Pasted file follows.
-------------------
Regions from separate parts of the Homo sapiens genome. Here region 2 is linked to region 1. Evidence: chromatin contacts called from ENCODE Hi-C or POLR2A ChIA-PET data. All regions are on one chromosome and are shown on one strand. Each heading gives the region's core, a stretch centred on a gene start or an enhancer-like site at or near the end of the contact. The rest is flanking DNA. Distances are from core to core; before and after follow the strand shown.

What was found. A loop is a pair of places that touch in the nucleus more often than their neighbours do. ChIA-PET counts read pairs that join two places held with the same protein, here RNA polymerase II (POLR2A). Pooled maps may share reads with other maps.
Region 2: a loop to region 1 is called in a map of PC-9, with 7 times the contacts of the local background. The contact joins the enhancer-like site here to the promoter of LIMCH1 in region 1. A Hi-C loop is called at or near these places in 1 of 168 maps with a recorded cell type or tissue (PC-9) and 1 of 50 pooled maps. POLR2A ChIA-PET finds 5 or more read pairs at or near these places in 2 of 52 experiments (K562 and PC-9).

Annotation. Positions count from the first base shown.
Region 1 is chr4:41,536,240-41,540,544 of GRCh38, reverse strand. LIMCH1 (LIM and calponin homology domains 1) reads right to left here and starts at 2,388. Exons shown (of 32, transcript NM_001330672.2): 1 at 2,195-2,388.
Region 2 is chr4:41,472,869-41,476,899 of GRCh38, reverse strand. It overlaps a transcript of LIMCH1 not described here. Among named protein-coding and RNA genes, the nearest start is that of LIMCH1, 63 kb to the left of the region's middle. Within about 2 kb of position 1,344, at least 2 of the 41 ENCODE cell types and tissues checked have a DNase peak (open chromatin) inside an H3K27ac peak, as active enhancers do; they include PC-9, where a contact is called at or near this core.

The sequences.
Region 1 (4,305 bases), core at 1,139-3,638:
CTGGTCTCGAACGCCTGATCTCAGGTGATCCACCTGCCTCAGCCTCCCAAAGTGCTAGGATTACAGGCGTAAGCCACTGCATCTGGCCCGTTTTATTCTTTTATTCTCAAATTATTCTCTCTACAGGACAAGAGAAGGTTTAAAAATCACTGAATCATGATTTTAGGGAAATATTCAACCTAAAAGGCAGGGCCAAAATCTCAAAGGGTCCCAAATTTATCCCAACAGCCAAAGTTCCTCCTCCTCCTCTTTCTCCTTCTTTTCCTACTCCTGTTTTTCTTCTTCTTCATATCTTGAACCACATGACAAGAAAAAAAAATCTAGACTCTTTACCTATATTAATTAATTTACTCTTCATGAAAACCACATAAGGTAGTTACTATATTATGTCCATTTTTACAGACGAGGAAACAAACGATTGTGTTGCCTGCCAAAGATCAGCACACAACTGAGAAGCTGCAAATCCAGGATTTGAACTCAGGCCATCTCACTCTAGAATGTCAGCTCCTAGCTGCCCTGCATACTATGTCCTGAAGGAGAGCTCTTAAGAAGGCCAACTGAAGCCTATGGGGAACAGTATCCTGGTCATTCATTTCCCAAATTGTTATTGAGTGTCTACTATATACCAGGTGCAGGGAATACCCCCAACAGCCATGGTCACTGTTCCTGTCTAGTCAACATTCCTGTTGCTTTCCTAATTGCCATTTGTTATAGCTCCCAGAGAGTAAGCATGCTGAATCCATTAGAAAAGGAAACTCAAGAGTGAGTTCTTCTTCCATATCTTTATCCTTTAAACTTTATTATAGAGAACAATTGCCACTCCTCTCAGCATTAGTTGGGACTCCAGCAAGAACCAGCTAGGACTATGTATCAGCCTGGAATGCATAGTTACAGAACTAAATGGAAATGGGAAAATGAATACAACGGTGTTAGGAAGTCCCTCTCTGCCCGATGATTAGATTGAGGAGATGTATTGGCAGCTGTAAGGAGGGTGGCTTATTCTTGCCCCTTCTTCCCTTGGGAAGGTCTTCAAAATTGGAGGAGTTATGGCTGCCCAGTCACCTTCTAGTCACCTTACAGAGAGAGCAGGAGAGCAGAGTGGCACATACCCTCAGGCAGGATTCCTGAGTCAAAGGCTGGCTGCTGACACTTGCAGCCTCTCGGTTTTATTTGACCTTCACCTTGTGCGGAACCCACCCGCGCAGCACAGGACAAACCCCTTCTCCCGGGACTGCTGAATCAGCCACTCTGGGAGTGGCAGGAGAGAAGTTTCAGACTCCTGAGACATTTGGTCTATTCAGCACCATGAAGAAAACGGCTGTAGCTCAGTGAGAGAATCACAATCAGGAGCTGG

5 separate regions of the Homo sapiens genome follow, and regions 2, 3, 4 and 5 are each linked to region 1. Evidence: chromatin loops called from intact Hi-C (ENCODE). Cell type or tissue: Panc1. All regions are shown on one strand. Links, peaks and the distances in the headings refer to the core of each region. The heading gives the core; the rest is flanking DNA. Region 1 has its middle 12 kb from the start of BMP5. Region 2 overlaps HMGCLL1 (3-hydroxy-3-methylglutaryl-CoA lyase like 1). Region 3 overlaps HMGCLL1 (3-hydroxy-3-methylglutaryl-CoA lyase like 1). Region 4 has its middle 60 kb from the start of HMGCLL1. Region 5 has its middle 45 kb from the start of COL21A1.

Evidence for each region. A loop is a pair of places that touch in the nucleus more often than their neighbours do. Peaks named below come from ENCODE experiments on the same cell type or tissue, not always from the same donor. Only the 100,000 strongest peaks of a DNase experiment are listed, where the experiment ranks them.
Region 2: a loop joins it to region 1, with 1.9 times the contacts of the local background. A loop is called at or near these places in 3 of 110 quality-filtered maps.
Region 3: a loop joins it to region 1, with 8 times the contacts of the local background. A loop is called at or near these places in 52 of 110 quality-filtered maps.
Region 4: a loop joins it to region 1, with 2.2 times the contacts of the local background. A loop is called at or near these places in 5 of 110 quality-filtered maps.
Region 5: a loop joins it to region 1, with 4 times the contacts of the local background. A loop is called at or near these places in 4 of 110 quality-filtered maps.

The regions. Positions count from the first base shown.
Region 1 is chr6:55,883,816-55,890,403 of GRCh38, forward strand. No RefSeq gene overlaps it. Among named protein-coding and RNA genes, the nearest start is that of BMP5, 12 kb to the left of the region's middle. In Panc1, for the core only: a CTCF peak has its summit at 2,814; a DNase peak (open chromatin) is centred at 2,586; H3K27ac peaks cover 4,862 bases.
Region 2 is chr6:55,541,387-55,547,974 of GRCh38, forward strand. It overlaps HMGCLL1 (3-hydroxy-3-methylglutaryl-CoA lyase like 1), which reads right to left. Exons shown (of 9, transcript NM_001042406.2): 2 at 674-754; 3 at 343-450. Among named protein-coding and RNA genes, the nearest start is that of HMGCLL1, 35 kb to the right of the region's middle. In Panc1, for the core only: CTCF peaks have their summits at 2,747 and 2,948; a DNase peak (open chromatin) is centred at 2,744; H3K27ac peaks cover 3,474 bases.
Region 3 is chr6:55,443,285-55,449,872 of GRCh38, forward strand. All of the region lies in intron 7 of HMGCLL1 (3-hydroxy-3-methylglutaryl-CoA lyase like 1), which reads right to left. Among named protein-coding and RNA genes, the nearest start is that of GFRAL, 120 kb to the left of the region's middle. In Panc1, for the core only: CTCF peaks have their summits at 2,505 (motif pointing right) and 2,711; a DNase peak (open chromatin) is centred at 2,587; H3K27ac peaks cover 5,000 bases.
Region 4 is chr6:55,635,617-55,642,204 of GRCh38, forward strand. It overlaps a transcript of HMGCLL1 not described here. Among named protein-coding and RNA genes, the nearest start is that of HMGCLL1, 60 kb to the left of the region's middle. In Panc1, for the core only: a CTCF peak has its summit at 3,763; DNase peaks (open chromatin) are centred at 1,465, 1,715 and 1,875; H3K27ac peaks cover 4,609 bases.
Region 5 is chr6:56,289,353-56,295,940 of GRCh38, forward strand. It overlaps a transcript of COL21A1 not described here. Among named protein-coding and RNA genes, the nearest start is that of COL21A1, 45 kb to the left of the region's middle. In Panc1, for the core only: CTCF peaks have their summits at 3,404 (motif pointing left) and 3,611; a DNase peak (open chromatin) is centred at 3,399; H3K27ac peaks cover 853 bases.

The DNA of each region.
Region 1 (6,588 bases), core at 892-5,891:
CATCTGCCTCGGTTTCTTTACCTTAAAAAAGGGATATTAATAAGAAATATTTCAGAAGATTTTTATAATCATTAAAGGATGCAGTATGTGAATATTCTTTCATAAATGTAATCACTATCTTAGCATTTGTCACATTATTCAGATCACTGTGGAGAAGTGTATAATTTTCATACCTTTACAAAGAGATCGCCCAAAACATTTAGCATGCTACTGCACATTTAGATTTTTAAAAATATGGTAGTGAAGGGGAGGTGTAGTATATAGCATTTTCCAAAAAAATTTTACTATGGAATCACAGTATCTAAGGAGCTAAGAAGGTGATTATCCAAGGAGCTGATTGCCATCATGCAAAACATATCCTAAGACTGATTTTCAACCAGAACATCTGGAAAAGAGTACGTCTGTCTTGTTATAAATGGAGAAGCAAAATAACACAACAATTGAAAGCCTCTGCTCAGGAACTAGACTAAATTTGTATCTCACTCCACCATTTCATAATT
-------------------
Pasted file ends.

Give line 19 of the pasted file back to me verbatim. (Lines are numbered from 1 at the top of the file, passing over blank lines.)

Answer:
Region 3 is chr6:55,443,285-55,449,872 of GRCh38, forward strand. All of the region lies in intron 7 of HMGCLL1 (3-hydroxy-3-methylglutaryl-CoA lyase like 1), which reads right to left. Among named protein-coding and RNA genes, the nearest start is that of GFRAL, 120 kb to the left of the region's middle. In Panc1, for the core only: CTCF peaks have their summits at 2,505 (motif pointing right) and 2,711; a DNase peak (open chromatin) is centred at 2,587; H3K27ac peaks cover 5,000 bases.